about the Faux-livia pregnancy??? I feel like they have totally ruined any chance of Olivia and Peter
ever getting together, which I have been waiting forever since the show started! If Olivia was upset
before, when she finds out about this, she will never forgive him. This is the worst thing that could
have happened, and it seems so unfixable. Why would the writers do this to us? They just keep killing
my hope on every episode. — K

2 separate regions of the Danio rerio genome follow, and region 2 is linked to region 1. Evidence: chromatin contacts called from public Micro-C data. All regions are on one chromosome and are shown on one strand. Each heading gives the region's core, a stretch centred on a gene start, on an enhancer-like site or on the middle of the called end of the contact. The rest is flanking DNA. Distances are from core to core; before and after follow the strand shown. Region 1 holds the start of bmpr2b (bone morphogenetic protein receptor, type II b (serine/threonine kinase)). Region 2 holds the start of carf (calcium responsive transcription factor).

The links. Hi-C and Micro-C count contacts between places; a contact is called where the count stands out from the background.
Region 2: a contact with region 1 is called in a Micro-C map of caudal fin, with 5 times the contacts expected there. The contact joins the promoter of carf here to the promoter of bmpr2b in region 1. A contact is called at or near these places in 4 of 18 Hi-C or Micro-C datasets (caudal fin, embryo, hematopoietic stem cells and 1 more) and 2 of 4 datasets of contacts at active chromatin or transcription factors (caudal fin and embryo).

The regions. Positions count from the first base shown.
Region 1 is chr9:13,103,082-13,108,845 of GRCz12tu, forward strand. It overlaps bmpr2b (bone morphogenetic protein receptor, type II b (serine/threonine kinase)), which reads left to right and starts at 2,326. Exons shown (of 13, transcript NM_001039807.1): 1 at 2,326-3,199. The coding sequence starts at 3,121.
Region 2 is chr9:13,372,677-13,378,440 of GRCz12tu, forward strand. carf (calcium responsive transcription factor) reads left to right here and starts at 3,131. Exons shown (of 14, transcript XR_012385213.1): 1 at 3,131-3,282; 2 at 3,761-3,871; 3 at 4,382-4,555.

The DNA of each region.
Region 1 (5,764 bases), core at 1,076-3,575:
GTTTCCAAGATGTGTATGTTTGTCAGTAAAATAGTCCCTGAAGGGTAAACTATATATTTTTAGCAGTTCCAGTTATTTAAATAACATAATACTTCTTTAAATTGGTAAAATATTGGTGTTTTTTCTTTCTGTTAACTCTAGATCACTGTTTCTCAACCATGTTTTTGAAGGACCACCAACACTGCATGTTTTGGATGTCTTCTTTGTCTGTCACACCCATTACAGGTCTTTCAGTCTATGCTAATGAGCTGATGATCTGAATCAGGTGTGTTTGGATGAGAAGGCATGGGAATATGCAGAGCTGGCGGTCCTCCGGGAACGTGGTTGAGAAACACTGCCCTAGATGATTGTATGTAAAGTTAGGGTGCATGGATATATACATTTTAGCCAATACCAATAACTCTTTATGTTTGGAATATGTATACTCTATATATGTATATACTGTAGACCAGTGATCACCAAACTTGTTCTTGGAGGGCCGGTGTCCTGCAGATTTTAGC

Matt Roush: I repeat what I said in the Bones discussion: It's a drama, folks. Which means there's going to be drama. And given the nature of this show, rarely will it lead to an instantly or even foreseeably happy ending. The fact that you're so upset is exactly what the writers want. They're getting a response out of you. What more could you possibly desire from a show like this? This latest baby-trauma complication from "the other side" certainly does complicate matters, but I'm an optimist at heart and do think that eventually the show will give Our Olivia and Peter periods of bliss. But they will be hard earned and won't come easy or, I'm guessing, soon. All I know is that it has made me even more curious and eager to see where the rest of this season is going. And that's a good thing.